Russia denies air controllers at fault for Polish presidential crash

MOSCOW (AFP) - Russia's investigators on Thursday said its probe into the 2010 Polish presidential jet crash is almost complete, rejecting claims that Russian air traffic controllers were to blame.

"The Russian investigation sees no grounds to talk of even minimal responsibility of the flight control group for the air crash," a statement by the Investigative Committee said.

"They were acting in full accordance to instructions and international civil aviation rules," it said.

Poland last month charged two of the Russian controllers at Smolensk airport over having some responsibility for the accident that killed 96 people, including then President Lech Kaczynski, his wife, and many top officials.

"At this time, we can say that the reason for the plane crash was a combination of factors," said the Russian statement.

It blamed the Polish crew's decision to not land at a different airport in poor weather conditions and their failure to react to automated system warnings during descent.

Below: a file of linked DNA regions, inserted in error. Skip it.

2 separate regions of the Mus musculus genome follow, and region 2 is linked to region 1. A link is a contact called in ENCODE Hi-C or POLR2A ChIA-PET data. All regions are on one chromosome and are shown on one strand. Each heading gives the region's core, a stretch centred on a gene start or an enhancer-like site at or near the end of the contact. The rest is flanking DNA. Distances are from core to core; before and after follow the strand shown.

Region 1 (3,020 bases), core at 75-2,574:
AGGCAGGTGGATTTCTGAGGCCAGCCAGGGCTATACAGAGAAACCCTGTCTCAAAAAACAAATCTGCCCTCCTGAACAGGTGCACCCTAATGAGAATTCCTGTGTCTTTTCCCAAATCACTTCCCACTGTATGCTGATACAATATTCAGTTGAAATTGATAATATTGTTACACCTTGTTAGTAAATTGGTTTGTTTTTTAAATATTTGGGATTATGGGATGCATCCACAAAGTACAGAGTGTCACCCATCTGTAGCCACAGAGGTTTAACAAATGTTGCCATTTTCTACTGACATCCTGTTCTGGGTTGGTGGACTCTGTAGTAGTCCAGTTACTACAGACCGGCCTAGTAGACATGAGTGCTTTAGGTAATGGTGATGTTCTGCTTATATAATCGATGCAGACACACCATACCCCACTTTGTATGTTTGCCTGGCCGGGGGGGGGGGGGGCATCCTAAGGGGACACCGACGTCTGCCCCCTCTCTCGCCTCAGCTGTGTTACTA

A leaked Polish transcript this week suggested that the Polish air force commander was in the cockpit during landing and that the pilots were pressured into landing in thick fog by their superior.

The Russian statement said that "most of the work on the criminal case has been finished" but added that it still needs information from the Polish side to complete the process, after which the plane debris can be expected to finally be sent to Poland.

Poland has complained of Russia's refusal to hand over the wreckage, but the Russian statement said keeping evidence during an ongoing investigation is "standard international practice" and said Poland was holding up the probe's conclusion.

"Right now there are still outstanding requests by Russia to their Polish colleagues that have not been fulfilled," the statement said.